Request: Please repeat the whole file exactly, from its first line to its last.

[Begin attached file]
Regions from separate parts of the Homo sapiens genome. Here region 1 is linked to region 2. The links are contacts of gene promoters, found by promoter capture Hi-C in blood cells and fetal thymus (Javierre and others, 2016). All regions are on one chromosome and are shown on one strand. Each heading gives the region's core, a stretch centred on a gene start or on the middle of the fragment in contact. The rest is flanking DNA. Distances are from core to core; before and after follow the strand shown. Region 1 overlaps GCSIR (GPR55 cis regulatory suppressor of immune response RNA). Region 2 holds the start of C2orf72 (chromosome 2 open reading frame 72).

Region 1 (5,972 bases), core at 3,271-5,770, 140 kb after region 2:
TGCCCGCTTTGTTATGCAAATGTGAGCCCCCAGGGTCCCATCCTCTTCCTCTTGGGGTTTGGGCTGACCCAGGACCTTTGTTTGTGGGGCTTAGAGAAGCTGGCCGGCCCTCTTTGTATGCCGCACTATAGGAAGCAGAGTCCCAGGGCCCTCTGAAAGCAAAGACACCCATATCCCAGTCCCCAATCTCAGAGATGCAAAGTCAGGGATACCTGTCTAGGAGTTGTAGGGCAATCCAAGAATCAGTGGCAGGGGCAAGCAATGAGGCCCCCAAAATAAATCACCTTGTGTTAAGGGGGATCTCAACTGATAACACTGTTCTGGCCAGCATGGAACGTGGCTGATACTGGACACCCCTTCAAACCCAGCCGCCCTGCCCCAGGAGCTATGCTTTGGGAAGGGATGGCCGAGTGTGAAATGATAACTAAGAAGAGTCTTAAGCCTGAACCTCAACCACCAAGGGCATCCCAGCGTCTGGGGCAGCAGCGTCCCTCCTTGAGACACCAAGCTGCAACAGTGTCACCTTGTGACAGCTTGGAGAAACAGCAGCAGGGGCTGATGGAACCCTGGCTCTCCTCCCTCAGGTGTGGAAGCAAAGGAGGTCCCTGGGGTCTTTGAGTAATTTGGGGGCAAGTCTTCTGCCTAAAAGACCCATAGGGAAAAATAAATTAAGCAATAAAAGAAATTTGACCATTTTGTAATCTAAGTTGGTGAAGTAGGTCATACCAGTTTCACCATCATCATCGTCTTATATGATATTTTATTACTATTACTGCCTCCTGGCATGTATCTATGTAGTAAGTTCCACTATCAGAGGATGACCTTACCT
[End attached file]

Regions from separate parts of the Homo sapiens genome. Here region 1 is linked to region 2. The links are contacts of gene promoters, found by promoter capture Hi-C in blood cells and fetal thymus (Javierre and others, 2016). All regions are on one chromosome and are shown on one strand. Each heading gives the region's core, a stretch centred on a gene start or on the middle of the fragment in contact. The rest is flanking DNA. Distances are from core to core; before and after follow the strand shown. Region 1 overlaps GCSIR (GPR55 cis regulatory suppressor of immune response RNA). Region 2 holds the start of C2orf72 (chromosome 2 open reading frame 72).

Region 1 (5,972 bases), core at 3,271-5,770, 140 kb after region 2:
TGCCCGCTTTGTTATGCAAATGTGAGCCCCCAGGGTCCCATCCTCTTCCTCTTGGGGTTTGGGCTGACCCAGGACCTTTGTTTGTGGGGCTTAGAGAAGCTGGCCGGCCCTCTTTGTATGCCGCACTATAGGAAGCAGAGTCCCAGGGCCCTCTGAAAGCAAAGACACCCATATCCCAGTCCCCAATCTCAGAGATGCAAAGTCAGGGATACCTGTCTAGGAGTTGTAGGGCAATCCAAGAATCAGTGGCAGGGGCAAGCAATGAGGCCCCCAAAATAAATCACCTTGTGTTAAGGGGGATCTCAACTGATAACACTGTTCTGGCCAGCATGGAACGTGGCTGATACTGGACACCCCTTCAAACCCAGCCGCCCTGCCCCAGGAGCTATGCTTTGGGAAGGGATGGCCGAGTGTGAAATGATAACTAAGAAGAGTCTTAAGCCTGAACCTCAACCACCAAGGGCATCCCAGCGTCTGGGGCAGCAGCGTCCCTCCTTGAGACACCAAGCTGCAACAGTGTCACCTTGTGACAGCTTGGAGAAACAGCAGCAGGGGCTGATGGAACCCTGGCTCTCCTCCCTCAGGTGTGGAAGCAAAGGAGGTCCCTGGGGTCTTTGAGTAATTTGGGGGCAAGTCTTCTGCCTAAAAGACCCATAGGGAAAAATAAATTAAGCAATAAAAGAAATTTGACCATTTTGTAATCTAAGTTGGTGAAGTAGGTCATACCAGTTTCACCATCATCATCGTCTTATATGATATTTTATTACTATTACTGCCTCCTGGCATGTATCTATGTAGTAAGTTCCACTATCAGAGGATGACCTTACCT